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A reality check for AI

May 28, 2024  By  Neil Sutton


Image: Shutthiphong Chandaeng / iStock / Getty Images Plus

If you have visited a security trade show, attended a vendor-led seminar, or read a security industry trade publication such as this one at any point in the last few years, you will have encountered the term Artificial Intelligence (AI) and heard about all of its benefits.

Is AI a marketing slogan to entice integrators and end users, a catch-all term for a range of recent innovations, or a genuine boon to the security industry? The answer is almost certainly yes to all of these, but how to effectively move beyond these surface evaluations is a bigger question with multiple answers.

The market may be muddled

The term AI has been applied quite broadly to recent security technology; it is loaded with meaning and can have a major impact as a buzzword. However, it’s misapplication may have led to some confusion in the market.

“Generally, it is not well understood. AI is a broad umbrella term which is over-marketed,” said Josh Woodhouse, lead analyst and founder at Novaira Insights. “It is hard to ‘explain AI’.”
Woodhouse, who responded to SP&T’s questions via email, said clarification may be required, depending on how AI is being applied.

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In terms of surveillance technology, AI is most often being used in three main areas, he said: to improve the performance of video analytics and video quality; to apply intelligent automation to security systems; and as an assistive tool (more on “generative AI” below).

Mike Jude, research director, video surveillance and vision applications, IDC, agreed that users generally want their applications to be AI-enabled, “but when you drill into it, it’s not clear that they understand what that means,” he said. “They simply want to see it as a checkbox on the things that they buy.”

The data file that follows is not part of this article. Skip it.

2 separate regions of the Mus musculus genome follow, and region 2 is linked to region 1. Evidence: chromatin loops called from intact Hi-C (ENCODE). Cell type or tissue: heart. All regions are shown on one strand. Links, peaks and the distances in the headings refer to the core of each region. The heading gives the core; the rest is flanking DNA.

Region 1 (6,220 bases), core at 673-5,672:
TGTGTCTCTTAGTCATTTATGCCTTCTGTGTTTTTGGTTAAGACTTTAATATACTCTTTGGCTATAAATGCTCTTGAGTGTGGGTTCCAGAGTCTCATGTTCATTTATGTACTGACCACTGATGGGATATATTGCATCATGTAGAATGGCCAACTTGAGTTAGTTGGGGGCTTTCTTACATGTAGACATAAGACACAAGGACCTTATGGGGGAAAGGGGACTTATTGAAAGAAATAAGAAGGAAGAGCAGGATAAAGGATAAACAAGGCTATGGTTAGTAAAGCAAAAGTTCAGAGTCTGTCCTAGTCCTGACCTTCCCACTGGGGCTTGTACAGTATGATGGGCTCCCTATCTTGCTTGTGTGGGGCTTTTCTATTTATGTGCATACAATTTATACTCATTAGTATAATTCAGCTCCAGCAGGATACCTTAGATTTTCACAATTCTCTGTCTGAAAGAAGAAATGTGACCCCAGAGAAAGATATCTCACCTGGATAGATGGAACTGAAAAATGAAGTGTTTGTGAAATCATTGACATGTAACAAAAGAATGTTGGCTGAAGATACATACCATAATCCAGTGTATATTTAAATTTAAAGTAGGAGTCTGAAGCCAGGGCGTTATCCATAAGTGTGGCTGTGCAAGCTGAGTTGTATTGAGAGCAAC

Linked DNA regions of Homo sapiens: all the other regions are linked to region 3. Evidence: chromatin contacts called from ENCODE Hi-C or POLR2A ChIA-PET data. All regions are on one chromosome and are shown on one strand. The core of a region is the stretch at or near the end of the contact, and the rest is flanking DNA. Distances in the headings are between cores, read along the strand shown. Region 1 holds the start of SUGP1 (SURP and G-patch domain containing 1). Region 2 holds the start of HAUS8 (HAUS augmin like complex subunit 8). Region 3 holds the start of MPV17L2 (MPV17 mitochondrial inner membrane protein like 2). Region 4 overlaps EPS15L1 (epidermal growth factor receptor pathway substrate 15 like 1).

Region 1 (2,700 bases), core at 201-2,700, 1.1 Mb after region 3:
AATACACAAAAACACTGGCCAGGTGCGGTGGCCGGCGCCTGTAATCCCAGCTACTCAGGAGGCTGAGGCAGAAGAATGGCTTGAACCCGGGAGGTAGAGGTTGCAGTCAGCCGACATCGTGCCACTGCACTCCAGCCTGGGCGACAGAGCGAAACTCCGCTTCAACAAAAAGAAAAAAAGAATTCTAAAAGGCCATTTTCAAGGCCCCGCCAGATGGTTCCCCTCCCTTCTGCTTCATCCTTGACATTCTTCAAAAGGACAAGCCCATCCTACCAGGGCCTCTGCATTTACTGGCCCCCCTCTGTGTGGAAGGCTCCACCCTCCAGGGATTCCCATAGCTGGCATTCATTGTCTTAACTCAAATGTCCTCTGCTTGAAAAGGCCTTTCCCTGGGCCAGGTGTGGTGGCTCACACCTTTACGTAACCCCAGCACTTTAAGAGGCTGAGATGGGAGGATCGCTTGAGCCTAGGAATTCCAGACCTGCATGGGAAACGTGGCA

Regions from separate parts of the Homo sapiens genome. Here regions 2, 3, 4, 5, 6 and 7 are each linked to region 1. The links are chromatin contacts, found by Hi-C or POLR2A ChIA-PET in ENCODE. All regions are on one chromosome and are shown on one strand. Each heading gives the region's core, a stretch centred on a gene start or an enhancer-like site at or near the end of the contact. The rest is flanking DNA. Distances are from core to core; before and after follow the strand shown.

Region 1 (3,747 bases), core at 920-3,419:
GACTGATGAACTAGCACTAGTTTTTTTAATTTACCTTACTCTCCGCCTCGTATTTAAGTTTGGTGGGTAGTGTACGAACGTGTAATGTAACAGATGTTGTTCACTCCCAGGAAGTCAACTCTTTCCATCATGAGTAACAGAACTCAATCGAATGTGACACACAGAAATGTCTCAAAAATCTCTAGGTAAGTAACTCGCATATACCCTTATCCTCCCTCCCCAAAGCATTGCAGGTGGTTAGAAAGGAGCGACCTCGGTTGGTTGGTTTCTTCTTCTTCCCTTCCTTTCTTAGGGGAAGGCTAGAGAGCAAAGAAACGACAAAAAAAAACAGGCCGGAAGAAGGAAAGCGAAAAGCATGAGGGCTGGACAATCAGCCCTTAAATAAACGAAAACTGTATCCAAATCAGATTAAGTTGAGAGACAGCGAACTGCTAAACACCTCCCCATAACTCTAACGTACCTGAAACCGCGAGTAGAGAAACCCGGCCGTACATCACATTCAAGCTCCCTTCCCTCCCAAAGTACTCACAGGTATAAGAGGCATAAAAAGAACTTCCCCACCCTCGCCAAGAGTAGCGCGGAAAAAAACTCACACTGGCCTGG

AI may come with a big wow factor, but in some cases “it literally has no context or no meaning,” he said. “That’s kind of the challenge to the industry — providing concrete examples of what they mean by AI and how that reduces to benefits to the end user.”

Jude said AI has thus far proven itself to be most beneficial to physical security systems in terms of detection, interpretation and presentation. “Our perception is the market is getting kind of saturated on the terminology, but there are real benefits from AI approaches,” he said. “We’ve reached the point where the technology generally is mature enough that you can bake it into various things and achieve some measurable improvements.”

Game-changer

Dean Drako, president and CEO of Eagle Eye Networks, said AI represents a “complete game-changer” for the security industry, helping to usher in a new age where cameras can offer a lot more to the end user than they historically have as static surveillance tools.

“We have millions and millions and millions of cameras but nobody watches them. With AI, you can actually start to watch all of the cameras all of the time. That makes them more valuable,” said Drako.

He pointed to a range of recent technical developments and new applications that are helping to expand the security industry in a relatively short period of time, including gunshot detection, and parking lot and traffic management tools. “There’s a lot of things going on right now that are going to grow our business,” he said.

End-user reception

Ultimately, the end user is going to focus on the results they get from the technology they’ve invested in. Users will often narrow their concerns down to two main areas, said Jude: cost and complexity (is this going to make my life easier or harder as a security practitioner?).